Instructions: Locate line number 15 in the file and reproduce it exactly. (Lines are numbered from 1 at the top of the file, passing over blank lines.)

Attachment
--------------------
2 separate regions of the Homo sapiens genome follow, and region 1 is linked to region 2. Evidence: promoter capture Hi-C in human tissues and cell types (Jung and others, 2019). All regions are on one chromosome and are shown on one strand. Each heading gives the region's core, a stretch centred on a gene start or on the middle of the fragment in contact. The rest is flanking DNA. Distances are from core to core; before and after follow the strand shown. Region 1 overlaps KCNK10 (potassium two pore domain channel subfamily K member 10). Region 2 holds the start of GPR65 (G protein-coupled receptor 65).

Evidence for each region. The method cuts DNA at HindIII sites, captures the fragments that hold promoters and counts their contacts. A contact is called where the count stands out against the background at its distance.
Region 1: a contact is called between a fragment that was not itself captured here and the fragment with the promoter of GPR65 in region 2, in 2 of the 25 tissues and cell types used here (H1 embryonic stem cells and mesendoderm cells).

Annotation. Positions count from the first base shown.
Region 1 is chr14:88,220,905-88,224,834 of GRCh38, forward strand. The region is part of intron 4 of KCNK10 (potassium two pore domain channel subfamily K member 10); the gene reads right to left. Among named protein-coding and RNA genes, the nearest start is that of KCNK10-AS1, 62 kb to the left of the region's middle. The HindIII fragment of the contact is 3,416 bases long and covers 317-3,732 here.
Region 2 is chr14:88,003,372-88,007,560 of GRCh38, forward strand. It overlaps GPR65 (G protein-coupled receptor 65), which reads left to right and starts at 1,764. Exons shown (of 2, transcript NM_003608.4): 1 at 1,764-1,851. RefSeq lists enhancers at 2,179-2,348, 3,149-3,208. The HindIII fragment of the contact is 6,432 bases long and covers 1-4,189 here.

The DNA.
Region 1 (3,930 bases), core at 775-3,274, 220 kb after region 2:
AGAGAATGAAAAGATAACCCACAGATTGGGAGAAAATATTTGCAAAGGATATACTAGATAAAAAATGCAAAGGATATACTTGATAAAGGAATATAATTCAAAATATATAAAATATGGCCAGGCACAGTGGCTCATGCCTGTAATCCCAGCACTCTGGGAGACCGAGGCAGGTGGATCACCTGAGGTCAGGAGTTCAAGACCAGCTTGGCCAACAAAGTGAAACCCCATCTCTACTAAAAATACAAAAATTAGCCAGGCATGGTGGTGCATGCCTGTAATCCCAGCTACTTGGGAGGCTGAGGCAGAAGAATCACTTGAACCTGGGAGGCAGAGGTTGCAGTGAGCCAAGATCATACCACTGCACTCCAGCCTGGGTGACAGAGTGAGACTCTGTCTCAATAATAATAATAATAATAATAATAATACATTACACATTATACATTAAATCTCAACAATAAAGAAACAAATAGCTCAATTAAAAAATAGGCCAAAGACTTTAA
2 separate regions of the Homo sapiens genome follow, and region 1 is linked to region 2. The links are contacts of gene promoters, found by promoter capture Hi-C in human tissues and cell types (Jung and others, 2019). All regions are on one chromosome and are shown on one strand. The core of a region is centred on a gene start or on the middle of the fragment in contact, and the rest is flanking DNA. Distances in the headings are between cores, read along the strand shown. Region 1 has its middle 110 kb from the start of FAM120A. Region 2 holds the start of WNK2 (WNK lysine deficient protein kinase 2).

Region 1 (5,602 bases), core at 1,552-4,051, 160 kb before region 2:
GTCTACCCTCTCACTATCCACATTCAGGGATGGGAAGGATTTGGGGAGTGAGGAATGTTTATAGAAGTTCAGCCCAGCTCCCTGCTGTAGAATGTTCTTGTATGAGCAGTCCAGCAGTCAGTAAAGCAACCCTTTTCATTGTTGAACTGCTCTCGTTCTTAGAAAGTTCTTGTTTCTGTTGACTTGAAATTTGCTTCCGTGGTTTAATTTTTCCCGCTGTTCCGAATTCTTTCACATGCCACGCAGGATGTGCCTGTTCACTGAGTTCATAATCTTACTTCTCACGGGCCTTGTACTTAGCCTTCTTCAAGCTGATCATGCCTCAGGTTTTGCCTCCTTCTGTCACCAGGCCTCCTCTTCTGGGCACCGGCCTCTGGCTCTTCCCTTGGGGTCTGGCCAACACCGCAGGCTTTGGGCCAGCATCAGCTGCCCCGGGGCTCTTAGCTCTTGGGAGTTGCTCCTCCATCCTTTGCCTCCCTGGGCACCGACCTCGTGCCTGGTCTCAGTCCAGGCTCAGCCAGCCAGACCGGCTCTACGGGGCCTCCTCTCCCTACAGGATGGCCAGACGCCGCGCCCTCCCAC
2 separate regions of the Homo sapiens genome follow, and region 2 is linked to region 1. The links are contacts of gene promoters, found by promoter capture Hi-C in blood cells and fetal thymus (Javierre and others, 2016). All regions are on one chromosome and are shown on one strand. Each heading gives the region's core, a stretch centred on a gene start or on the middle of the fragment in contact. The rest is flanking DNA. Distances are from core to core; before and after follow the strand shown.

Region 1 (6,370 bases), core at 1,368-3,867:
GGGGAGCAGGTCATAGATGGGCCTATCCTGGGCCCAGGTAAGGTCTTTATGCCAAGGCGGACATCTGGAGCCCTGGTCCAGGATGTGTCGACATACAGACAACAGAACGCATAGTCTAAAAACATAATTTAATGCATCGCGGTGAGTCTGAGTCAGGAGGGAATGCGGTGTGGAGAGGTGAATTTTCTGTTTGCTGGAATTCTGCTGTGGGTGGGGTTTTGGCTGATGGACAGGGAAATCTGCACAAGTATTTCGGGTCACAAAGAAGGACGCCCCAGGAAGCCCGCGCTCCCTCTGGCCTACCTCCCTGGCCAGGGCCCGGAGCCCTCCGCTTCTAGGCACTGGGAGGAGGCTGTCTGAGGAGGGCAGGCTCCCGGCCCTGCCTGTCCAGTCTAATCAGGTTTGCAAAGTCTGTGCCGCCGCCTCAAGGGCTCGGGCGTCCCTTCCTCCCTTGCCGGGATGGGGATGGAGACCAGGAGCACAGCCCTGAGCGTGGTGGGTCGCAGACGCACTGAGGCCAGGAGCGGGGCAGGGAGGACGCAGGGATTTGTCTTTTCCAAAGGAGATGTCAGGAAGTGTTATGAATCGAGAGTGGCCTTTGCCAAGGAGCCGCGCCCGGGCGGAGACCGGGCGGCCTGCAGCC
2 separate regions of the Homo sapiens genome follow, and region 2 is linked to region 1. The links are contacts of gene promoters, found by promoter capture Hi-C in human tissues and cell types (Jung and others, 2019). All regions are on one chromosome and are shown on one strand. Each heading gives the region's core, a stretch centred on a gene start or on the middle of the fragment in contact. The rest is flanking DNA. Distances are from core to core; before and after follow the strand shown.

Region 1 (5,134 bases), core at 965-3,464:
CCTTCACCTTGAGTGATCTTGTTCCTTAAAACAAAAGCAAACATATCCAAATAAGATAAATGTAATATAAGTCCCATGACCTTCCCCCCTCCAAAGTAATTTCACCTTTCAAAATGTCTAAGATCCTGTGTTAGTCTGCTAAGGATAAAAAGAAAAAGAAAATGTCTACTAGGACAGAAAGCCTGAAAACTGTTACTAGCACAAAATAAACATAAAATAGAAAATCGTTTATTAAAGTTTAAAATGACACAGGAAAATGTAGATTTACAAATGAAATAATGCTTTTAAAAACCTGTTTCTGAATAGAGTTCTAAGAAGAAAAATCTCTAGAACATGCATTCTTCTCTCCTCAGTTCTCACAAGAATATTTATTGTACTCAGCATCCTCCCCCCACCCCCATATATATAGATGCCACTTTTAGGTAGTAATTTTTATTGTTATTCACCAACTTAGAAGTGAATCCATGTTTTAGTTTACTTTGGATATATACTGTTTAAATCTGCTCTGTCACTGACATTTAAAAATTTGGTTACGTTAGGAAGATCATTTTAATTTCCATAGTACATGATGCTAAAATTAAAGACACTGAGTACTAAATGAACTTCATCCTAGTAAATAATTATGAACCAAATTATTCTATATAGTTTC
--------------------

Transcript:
GGGGAGCAGGTCATAGATGGGCCTATCCTGGGCCCAGGTAAGGTCTTTATGCCAAGGCGGACATCTGGAGCCCTGGTCCAGGATGTGTCGACATACAGACAACAGAACGCATAGTCTAAAAACATAATTTAATGCATCGCGGTGAGTCTGAGTCAGGAGGGAATGCGGTGTGGAGAGGTGAATTTTCTGTTTGCTGGAATTCTGCTGTGGGTGGGGTTTTGGCTGATGGACAGGGAAATCTGCACAAGTATTTCGGGTCACAAAGAAGGACGCCCCAGGAAGCCCGCGCTCCCTCTGGCCTACCTCCCTGGCCAGGGCCCGGAGCCCTCCGCTTCTAGGCACTGGGAGGAGGCTGTCTGAGGAGGGCAGGCTCCCGGCCCTGCCTGTCCAGTCTAATCAGGTTTGCAAAGTCTGTGCCGCCGCCTCAAGGGCTCGGGCGTCCCTTCCTCCCTTGCCGGGATGGGGATGGAGACCAGGAGCACAGCCCTGAGCGTGGTGGGTCGCAGACGCACTGAGGCCAGGAGCGGGGCAGGGAGGACGCAGGGATTTGTCTTTTCCAAAGGAGATGTCAGGAAGTGTTATGAATCGAGAGTGGCCTTTGCCAAGGAGCCGCGCCCGGGCGGAGACCGGGCGGCCTGCAGCC